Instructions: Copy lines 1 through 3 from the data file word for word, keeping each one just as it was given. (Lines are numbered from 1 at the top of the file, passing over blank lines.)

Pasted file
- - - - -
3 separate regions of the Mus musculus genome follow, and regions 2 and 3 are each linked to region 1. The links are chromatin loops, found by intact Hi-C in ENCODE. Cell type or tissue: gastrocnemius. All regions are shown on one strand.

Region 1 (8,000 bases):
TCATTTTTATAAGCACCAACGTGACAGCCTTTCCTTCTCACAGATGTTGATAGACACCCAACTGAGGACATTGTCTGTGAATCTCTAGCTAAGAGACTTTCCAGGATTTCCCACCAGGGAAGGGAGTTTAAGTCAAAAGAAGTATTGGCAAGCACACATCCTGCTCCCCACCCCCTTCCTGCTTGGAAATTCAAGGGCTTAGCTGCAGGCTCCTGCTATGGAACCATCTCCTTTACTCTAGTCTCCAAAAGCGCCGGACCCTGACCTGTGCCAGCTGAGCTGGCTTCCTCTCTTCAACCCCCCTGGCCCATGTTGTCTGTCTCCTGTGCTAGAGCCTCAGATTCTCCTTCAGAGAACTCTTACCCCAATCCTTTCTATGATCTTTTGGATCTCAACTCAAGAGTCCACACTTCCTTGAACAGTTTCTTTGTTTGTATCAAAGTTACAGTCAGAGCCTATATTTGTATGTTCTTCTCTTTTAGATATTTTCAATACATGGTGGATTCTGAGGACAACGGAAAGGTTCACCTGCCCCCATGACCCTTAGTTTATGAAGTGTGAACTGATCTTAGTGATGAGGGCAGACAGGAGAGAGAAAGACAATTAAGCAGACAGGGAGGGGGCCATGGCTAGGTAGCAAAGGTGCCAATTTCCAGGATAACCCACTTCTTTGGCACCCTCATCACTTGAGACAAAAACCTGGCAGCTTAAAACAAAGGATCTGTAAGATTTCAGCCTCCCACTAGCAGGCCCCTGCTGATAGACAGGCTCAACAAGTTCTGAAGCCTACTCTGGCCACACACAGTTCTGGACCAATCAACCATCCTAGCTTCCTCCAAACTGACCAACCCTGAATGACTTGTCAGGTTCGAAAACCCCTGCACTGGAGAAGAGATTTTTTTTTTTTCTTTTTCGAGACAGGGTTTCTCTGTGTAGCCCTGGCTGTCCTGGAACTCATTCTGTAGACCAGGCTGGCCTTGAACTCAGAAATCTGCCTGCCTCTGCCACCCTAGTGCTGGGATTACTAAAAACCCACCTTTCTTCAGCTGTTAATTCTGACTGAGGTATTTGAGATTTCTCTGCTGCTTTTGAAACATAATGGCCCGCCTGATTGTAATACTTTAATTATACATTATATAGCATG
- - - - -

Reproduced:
3 separate regions of the Mus musculus genome follow, and regions 2 and 3 are each linked to region 1. The links are chromatin loops, found by intact Hi-C in ENCODE. Cell type or tissue: gastrocnemius. All regions are shown on one strand.

Region 1 (8,000 bases):
TCATTTTTATAAGCACCAACGTGACAGCCTTTCCTTCTCACAGATGTTGATAGACACCCAACTGAGGACATTGTCTGTGAATCTCTAGCTAAGAGACTTTCCAGGATTTCCCACCAGGGAAGGGAGTTTAAGTCAAAAGAAGTATTGGCAAGCACACATCCTGCTCCCCACCCCCTTCCTGCTTGGAAATTCAAGGGCTTAGCTGCAGGCTCCTGCTATGGAACCATCTCCTTTACTCTAGTCTCCAAAAGCGCCGGACCCTGACCTGTGCCAGCTGAGCTGGCTTCCTCTCTTCAACCCCCCTGGCCCATGTTGTCTGTCTCCTGTGCTAGAGCCTCAGATTCTCCTTCAGAGAACTCTTACCCCAATCCTTTCTATGATCTTTTGGATCTCAACTCAAGAGTCCACACTTCCTTGAACAGTTTCTTTGTTTGTATCAAAGTTACAGTCAGAGCCTATATTTGTATGTTCTTCTCTTTTAGATATTTTCAATACATGGTGGATTCTGAGGACAACGGAAAGGTTCACCTGCCCCCATGACCCTTAGTTTATGAAGTGTGAACTGATCTTAGTGATGAGGGCAGACAGGAGAGAGAAAGACAATTAAGCAGACAGGGAGGGGGCCATGGCTAGGTAGCAAAGGTGCCAATTTCCAGGATAACCCACTTCTTTGGCACCCTCATCACTTGAGACAAAAACCTGGCAGCTTAAAACAAAGGATCTGTAAGATTTCAGCCTCCCACTAGCAGGCCCCTGCTGATAGACAGGCTCAACAAGTTCTGAAGCCTACTCTGGCCACACACAGTTCTGGACCAATCAACCATCCTAGCTTCCTCCAAACTGACCAACCCTGAATGACTTGTCAGGTTCGAAAACCCCTGCACTGGAGAAGAGATTTTTTTTTTTTCTTTTTCGAGACAGGGTTTCTCTGTGTAGCCCTGGCTGTCCTGGAACTCATTCTGTAGACCAGGCTGGCCTTGAACTCAGAAATCTGCCTGCCTCTGCCACCCTAGTGCTGGGATTACTAAAAACCCACCTTTCTTCAGCTGTTAATTCTGACTGAGGTATTTGAGATTTCTCTGCTGCTTTTGAAACATAATGGCCCGCCTGATTGTAATACTTTAATTATACATTATATAGCATG